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Rural Alaska

California dreams realized, rural Alaska students seek help to reach Washington, DC

  • Author: Alex DeMarban
  • Updated: September 27, 2016
  • Published February 21, 2012

Alaska Dispatch presents a special event to share experiences of growing up and living in rural Alaska, all captured in a unique documentary to be screened at Bear Tooth Theater in Anchorage.

The event aims to raise money for students of Gusty Michael School in the village of Stony River, Alaska, to fund their school trip to Washington, D.C., later this year. In attendance at the screening will be several of the students from the rural school, their teacher, and the filmmaker.

Date: April 12, 2012
Time: 11:15 a.m.-1 p.m.
Location: Bear Tooth Theater,

1230 W. 27th Ave., Anchorage

LEARN MORE: Rural Alaska dreams: From Stony River to Washington, D.C.

(Original story 2/21/12) A batch of soft-spoken village kids who became southern California celebrities during a mega field trip last year are racing to raise money for their next big excursion to the nation's capitol.

The Gusty Michael School in Stony River faces a possible shutdown due to a lack of enrollment, and Debi Rubera wants to make sure her students get one last chance to see the world as long as she's their teacher.

The school's seven students have applied for White House clearance in hopes of meeting President Obama. They've launched a Facebook page to generate support. And they're once again raising funds at the general merchandise store they created in their village of some 40 residents.

Ranging in age from 4 to 14, the Alaska Native kids will be joined by chaperones such as Rubera and the handful of student travelers who went last year but have graduated or moved to bigger villages.

Santa Barbara filmmaker intrigued

Stony River, situated on an island deep up the Kuskokwim River some 250 miles west of Anchorage, is so isolated and quiet the students often speak in whispers. Once a trading post serving miners, its population has dwindled as elders die and the young move on.

Last year's 10-day trip spawned national interest after the students sought donations with letters to media outlets and corporations. Having never left Southwest Alaska, some of the kids hadn't seen street lights, sports cars and escalators -- let alone museums, colleges and theme parks. The feel-good story felt even better when residents and business in southern California, including the 1,000-acre Restoration Oaks Ranch, pitched in free lodging, meals and tickets.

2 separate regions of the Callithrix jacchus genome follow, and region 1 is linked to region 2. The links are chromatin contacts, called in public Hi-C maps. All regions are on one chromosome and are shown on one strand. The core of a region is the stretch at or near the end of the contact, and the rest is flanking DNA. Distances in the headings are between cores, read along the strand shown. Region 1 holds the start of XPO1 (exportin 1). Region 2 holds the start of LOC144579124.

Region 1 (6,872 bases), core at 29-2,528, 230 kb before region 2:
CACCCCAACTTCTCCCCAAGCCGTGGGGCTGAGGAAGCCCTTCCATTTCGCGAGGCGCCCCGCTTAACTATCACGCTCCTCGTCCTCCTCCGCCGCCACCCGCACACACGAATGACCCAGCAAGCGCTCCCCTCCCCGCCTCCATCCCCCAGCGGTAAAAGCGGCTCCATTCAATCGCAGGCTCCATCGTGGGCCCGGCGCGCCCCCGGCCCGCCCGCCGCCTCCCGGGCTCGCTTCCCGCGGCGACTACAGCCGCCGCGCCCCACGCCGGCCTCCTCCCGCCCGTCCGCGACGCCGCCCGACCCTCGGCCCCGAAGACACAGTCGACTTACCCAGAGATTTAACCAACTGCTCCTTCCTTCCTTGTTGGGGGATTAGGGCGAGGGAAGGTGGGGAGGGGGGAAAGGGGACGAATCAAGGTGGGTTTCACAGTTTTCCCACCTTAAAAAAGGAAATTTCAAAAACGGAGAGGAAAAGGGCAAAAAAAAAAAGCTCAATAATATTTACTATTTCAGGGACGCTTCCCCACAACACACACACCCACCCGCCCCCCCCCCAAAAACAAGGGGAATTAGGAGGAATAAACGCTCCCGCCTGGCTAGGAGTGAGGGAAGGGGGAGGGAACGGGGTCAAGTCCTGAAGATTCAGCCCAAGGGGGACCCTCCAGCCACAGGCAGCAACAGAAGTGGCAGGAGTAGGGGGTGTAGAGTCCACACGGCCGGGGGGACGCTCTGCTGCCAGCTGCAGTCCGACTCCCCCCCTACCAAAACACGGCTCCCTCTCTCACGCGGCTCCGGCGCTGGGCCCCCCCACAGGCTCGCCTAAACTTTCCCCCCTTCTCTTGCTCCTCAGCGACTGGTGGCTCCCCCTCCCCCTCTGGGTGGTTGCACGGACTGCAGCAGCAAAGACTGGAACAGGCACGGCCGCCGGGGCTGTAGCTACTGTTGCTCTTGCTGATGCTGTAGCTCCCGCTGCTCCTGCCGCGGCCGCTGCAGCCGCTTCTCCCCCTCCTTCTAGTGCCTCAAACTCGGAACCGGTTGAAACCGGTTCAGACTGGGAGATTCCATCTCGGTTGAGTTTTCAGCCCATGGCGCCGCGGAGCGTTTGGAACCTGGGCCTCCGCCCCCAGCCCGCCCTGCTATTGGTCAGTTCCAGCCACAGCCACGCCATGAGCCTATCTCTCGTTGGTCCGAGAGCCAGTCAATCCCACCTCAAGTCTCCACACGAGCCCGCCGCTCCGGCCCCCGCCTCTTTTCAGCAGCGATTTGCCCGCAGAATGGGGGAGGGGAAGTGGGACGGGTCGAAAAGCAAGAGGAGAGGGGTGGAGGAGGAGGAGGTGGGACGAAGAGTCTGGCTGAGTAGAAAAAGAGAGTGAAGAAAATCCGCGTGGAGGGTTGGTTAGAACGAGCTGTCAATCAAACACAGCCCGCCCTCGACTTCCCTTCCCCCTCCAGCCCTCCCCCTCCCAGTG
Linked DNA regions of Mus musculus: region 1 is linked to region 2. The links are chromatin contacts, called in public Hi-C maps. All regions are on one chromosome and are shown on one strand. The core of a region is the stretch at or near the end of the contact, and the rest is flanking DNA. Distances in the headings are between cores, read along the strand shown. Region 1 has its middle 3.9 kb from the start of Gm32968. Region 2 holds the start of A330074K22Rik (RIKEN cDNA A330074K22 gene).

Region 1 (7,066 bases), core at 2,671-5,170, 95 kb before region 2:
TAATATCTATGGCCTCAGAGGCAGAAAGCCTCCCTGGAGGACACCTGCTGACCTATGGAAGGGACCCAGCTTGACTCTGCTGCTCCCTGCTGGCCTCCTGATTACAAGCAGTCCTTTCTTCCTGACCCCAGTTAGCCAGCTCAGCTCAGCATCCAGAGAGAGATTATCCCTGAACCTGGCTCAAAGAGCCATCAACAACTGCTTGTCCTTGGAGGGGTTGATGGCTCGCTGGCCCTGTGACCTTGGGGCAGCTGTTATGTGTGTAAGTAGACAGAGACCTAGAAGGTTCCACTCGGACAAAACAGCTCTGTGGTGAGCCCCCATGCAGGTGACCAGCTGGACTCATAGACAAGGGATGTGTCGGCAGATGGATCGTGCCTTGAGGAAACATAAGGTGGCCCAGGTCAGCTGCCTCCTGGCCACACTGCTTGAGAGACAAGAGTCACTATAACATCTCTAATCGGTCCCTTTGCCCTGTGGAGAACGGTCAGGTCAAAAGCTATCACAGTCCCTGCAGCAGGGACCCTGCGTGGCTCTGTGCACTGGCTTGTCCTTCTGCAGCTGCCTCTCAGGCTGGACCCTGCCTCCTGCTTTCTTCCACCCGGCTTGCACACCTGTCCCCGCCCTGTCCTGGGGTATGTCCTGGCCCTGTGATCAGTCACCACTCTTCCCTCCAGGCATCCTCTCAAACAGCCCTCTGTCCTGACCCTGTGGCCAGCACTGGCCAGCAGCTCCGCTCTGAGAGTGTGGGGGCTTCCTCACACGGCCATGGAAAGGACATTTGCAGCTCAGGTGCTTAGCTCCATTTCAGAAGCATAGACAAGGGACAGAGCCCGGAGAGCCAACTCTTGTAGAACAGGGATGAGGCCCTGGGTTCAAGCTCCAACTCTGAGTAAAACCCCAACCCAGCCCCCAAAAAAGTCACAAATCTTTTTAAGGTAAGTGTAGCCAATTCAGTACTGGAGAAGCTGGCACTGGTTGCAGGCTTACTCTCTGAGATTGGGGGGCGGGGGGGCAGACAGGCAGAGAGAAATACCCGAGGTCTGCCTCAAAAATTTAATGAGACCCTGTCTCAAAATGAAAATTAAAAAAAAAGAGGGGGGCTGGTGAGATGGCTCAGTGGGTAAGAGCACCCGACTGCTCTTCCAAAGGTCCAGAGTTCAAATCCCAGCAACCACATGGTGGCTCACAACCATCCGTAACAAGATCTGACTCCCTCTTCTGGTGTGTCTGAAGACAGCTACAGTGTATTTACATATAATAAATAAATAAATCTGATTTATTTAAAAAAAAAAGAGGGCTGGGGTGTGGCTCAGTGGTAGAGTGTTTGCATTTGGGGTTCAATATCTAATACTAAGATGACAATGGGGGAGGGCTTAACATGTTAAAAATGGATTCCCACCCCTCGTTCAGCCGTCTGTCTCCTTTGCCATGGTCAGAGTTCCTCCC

Michael Warner, a filmmaker from Santa Barbara, latched onto the story and captured the kids' journey starting in Stony River -- just getting to Anchorage required $6,000 and three charter flights in a small plane. He produced short, powerful documentaries about the trip -- including "Leaving Alaska," which recently won positive reviews at the Santa Barbara film festival. He was moved watching the Alaska kids experience a world they'd only seen on TV and through the Internet, he said, and hopes to create a foundation to fund similar learning trips for other isolated schools.

By teaching remote schoolchildren about jobs and opportunities they might not know about, such excursions could be an antidote to the rampant suicides among young Alaska Natives, he reasons.

"When you're isolated, you can be depressed. You can get into a downward spiral. Part of that is feeling hopeless with regard to your future," said Warner, owner of Pacific Sun Productions. "But when you can get out and realize there are possibilities and opportunities and people who can help, it can give kids different perspectives on their future and prevent them from ever entering that state of mind."

Struggling to educate

Planning for the first big trip began in 2008. Fresh from Oregon, Rubera faced the same dilemma that has stumped countless new teachers in Alaska. Her elementary students stared blankly when she asked what they dreamed of doing one day.

"Ooh-kay, how do I teach these kids?" she wondered.

The school's lead teacher, Rubera teaches pre-kindergarteners to sixth graders. Lessons in their Lower 48 textbooks centered on things her kids had never seen. Imagine trying to describe street curbs when the nearest paved road is 200 miles to the west, in the hub city of Bethel. Or discussing centrifugal force when your students have never ridden a merry-go-round.

The group had initially planned to visit Washington, D.C. To pay for the trip, the students opened a store at the school, and quickly learned that ice cream was a hot seller. But after three years, they'd earned only $16,000.

Enter Plan B

A Santa Barbara home-schooling mom named Jeanne Rodkey once lived in Stony River. She proposed the idea of a West Coast visit, during which the kids could still take in museums, zoos and universities, while home-schooling families could act as a sister school providing peers, pen pals and support.